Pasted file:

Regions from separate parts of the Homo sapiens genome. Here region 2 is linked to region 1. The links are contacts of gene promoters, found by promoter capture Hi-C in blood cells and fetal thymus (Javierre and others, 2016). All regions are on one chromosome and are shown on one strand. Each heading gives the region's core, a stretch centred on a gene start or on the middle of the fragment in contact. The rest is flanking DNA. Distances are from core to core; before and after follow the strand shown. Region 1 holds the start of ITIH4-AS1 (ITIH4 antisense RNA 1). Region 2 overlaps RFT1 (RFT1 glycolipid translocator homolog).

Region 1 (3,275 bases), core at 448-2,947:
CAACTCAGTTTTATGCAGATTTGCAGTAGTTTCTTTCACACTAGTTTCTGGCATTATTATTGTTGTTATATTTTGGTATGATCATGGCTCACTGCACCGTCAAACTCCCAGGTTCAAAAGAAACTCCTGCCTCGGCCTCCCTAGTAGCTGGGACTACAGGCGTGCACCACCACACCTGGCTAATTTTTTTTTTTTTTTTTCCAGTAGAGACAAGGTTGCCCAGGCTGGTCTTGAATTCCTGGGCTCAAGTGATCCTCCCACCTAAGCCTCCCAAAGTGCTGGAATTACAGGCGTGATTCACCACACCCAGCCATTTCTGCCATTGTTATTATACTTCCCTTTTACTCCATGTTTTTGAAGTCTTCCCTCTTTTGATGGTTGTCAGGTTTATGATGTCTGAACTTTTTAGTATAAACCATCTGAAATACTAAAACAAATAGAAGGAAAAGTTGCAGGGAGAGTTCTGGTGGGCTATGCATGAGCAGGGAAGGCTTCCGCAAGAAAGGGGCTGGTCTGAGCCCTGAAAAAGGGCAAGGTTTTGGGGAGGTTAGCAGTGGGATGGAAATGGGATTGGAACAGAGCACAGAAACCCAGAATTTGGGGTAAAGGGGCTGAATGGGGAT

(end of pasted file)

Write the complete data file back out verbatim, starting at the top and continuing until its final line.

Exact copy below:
Regions from separate parts of the Homo sapiens genome. Here region 2 is linked to region 1. The links are contacts of gene promoters, found by promoter capture Hi-C in blood cells and fetal thymus (Javierre and others, 2016). All regions are on one chromosome and are shown on one strand. Each heading gives the region's core, a stretch centred on a gene start or on the middle of the fragment in contact. The rest is flanking DNA. Distances are from core to core; before and after follow the strand shown. Region 1 holds the start of ITIH4-AS1 (ITIH4 antisense RNA 1). Region 2 overlaps RFT1 (RFT1 glycolipid translocator homolog).

Region 1 (3,275 bases), core at 448-2,947:
CAACTCAGTTTTATGCAGATTTGCAGTAGTTTCTTTCACACTAGTTTCTGGCATTATTATTGTTGTTATATTTTGGTATGATCATGGCTCACTGCACCGTCAAACTCCCAGGTTCAAAAGAAACTCCTGCCTCGGCCTCCCTAGTAGCTGGGACTACAGGCGTGCACCACCACACCTGGCTAATTTTTTTTTTTTTTTTTCCAGTAGAGACAAGGTTGCCCAGGCTGGTCTTGAATTCCTGGGCTCAAGTGATCCTCCCACCTAAGCCTCCCAAAGTGCTGGAATTACAGGCGTGATTCACCACACCCAGCCATTTCTGCCATTGTTATTATACTTCCCTTTTACTCCATGTTTTTGAAGTCTTCCCTCTTTTGATGGTTGTCAGGTTTATGATGTCTGAACTTTTTAGTATAAACCATCTGAAATACTAAAACAAATAGAAGGAAAAGTTGCAGGGAGAGTTCTGGTGGGCTATGCATGAGCAGGGAAGGCTTCCGCAAGAAAGGGGCTGGTCTGAGCCCTGAAAAAGGGCAAGGTTTTGGGGAGGTTAGCAGTGGGATGGAAATGGGATTGGAACAGAGCACAGAAACCCAGAATTTGGGGTAAAGGGGCTGAATGGGGAT